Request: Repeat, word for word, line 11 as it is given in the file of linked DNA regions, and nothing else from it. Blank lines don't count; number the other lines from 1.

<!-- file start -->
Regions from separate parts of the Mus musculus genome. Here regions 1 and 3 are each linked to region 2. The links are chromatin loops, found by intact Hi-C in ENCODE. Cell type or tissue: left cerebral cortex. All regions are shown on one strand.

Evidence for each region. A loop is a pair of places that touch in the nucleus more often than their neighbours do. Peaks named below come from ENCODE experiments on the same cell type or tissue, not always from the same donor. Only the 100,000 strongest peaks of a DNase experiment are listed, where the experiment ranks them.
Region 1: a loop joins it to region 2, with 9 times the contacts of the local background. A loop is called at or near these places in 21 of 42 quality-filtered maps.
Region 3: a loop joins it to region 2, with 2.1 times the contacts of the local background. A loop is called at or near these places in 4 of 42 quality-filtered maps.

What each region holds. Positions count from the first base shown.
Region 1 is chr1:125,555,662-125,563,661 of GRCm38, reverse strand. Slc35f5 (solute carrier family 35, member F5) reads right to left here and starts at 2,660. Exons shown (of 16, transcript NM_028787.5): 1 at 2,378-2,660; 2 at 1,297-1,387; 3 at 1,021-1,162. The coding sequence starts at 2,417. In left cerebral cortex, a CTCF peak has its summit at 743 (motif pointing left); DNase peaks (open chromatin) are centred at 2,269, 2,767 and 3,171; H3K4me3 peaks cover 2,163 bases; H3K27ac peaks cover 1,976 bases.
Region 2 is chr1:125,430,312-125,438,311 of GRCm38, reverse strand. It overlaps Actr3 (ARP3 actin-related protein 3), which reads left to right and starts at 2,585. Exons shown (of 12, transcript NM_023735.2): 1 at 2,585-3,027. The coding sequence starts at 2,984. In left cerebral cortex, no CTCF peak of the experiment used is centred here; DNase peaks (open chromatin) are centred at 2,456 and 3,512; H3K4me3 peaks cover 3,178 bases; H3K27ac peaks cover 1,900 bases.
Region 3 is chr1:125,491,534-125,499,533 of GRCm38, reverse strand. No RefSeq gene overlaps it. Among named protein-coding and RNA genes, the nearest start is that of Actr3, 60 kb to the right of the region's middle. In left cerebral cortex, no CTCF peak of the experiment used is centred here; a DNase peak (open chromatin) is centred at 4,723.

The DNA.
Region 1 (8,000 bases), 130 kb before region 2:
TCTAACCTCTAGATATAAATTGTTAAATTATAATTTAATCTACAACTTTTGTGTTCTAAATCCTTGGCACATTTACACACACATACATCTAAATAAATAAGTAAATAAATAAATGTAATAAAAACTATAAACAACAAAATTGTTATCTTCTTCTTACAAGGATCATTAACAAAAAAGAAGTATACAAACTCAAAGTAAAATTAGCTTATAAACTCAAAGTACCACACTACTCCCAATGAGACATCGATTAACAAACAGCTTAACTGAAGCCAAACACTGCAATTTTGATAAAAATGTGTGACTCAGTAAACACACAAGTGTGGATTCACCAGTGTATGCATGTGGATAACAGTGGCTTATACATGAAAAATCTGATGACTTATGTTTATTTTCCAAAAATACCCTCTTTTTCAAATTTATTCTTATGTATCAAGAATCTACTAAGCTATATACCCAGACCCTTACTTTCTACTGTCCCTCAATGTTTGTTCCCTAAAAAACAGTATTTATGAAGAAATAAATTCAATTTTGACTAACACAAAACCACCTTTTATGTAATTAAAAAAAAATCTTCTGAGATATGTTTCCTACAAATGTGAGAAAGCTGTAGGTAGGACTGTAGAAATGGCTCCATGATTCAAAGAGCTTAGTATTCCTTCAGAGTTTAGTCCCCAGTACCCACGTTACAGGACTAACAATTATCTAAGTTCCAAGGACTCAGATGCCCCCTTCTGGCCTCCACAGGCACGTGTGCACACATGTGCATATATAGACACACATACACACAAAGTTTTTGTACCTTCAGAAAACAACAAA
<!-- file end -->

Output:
TCTAACCTCTAGATATAAATTGTTAAATTATAATTTAATCTACAACTTTTGTGTTCTAAATCCTTGGCACATTTACACACACATACATCTAAATAAATAAGTAAATAAATAAATGTAATAAAAACTATAAACAACAAAATTGTTATCTTCTTCTTACAAGGATCATTAACAAAAAAGAAGTATACAAACTCAAAGTAAAATTAGCTTATAAACTCAAAGTACCACACTACTCCCAATGAGACATCGATTAACAAACAGCTTAACTGAAGCCAAACACTGCAATTTTGATAAAAATGTGTGACTCAGTAAACACACAAGTGTGGATTCACCAGTGTATGCATGTGGATAACAGTGGCTTATACATGAAAAATCTGATGACTTATGTTTATTTTCCAAAAATACCCTCTTTTTCAAATTTATTCTTATGTATCAAGAATCTACTAAGCTATATACCCAGACCCTTACTTTCTACTGTCCCTCAATGTTTGTTCCCTAAAAAACAGTATTTATGAAGAAATAAATTCAATTTTGACTAACACAAAACCACCTTTTATGTAATTAAAAAAAAATCTTCTGAGATATGTTTCCTACAAATGTGAGAAAGCTGTAGGTAGGACTGTAGAAATGGCTCCATGATTCAAAGAGCTTAGTATTCCTTCAGAGTTTAGTCCCCAGTACCCACGTTACAGGACTAACAATTATCTAAGTTCCAAGGACTCAGATGCCCCCTTCTGGCCTCCACAGGCACGTGTGCACACATGTGCATATATAGACACACATACACACAAAGTTTTTGTACCTTCAGAAAACAACAAA